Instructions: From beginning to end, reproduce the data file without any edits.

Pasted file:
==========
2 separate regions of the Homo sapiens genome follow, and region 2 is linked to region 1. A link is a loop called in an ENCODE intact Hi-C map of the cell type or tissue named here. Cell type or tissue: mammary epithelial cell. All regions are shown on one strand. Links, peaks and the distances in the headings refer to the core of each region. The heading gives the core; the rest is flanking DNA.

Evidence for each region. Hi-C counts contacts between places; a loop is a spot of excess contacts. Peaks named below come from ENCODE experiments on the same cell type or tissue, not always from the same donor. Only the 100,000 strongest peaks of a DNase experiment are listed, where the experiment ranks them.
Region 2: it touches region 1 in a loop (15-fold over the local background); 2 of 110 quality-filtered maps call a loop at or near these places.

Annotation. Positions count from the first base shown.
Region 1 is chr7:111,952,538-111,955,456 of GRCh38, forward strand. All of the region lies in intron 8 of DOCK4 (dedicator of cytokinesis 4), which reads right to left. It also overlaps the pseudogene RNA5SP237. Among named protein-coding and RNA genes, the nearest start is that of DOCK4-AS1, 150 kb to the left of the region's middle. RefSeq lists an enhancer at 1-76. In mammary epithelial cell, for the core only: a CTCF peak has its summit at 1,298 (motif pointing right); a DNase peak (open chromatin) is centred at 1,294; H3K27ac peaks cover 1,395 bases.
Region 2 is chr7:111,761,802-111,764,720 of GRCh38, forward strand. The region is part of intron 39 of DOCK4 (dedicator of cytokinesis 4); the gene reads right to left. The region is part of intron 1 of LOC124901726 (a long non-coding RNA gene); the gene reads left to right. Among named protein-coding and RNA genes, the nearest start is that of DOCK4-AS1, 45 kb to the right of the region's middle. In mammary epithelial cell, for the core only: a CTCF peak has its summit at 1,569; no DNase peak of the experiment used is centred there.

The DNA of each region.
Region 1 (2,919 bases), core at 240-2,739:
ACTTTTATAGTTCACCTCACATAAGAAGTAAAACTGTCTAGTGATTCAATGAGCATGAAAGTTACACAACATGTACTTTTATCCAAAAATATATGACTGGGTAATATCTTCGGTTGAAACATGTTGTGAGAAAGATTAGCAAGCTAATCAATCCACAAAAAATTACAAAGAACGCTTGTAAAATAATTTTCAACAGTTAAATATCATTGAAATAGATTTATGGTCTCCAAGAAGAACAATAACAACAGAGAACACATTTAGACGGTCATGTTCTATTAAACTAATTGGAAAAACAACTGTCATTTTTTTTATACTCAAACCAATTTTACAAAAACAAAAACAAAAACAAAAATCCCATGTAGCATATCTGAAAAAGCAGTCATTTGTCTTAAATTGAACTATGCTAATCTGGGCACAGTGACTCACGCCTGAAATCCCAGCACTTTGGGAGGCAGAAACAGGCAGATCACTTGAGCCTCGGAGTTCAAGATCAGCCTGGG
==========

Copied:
2 separate regions of the Homo sapiens genome follow, and region 2 is linked to region 1. A link is a loop called in an ENCODE intact Hi-C map of the cell type or tissue named here. Cell type or tissue: mammary epithelial cell. All regions are shown on one strand. Links, peaks and the distances in the headings refer to the core of each region. The heading gives the core; the rest is flanking DNA.

Evidence for each region. Hi-C counts contacts between places; a loop is a spot of excess contacts. Peaks named below come from ENCODE experiments on the same cell type or tissue, not always from the same donor. Only the 100,000 strongest peaks of a DNase experiment are listed, where the experiment ranks them.
Region 2: it touches region 1 in a loop (15-fold over the local background); 2 of 110 quality-filtered maps call a loop at or near these places.

Annotation. Positions count from the first base shown.
Region 1 is chr7:111,952,538-111,955,456 of GRCh38, forward strand. All of the region lies in intron 8 of DOCK4 (dedicator of cytokinesis 4), which reads right to left. It also overlaps the pseudogene RNA5SP237. Among named protein-coding and RNA genes, the nearest start is that of DOCK4-AS1, 150 kb to the left of the region's middle. RefSeq lists an enhancer at 1-76. In mammary epithelial cell, for the core only: a CTCF peak has its summit at 1,298 (motif pointing right); a DNase peak (open chromatin) is centred at 1,294; H3K27ac peaks cover 1,395 bases.
Region 2 is chr7:111,761,802-111,764,720 of GRCh38, forward strand. The region is part of intron 39 of DOCK4 (dedicator of cytokinesis 4); the gene reads right to left. The region is part of intron 1 of LOC124901726 (a long non-coding RNA gene); the gene reads left to right. Among named protein-coding and RNA genes, the nearest start is that of DOCK4-AS1, 45 kb to the right of the region's middle. In mammary epithelial cell, for the core only: a CTCF peak has its summit at 1,569; no DNase peak of the experiment used is centred there.

The DNA of each region.
Region 1 (2,919 bases), core at 240-2,739:
ACTTTTATAGTTCACCTCACATAAGAAGTAAAACTGTCTAGTGATTCAATGAGCATGAAAGTTACACAACATGTACTTTTATCCAAAAATATATGACTGGGTAATATCTTCGGTTGAAACATGTTGTGAGAAAGATTAGCAAGCTAATCAATCCACAAAAAATTACAAAGAACGCTTGTAAAATAATTTTCAACAGTTAAATATCATTGAAATAGATTTATGGTCTCCAAGAAGAACAATAACAACAGAGAACACATTTAGACGGTCATGTTCTATTAAACTAATTGGAAAAACAACTGTCATTTTTTTTATACTCAAACCAATTTTACAAAAACAAAAACAAAAACAAAAATCCCATGTAGCATATCTGAAAAAGCAGTCATTTGTCTTAAATTGAACTATGCTAATCTGGGCACAGTGACTCACGCCTGAAATCCCAGCACTTTGGGAGGCAGAAACAGGCAGATCACTTGAGCCTCGGAGTTCAAGATCAGCCTGGG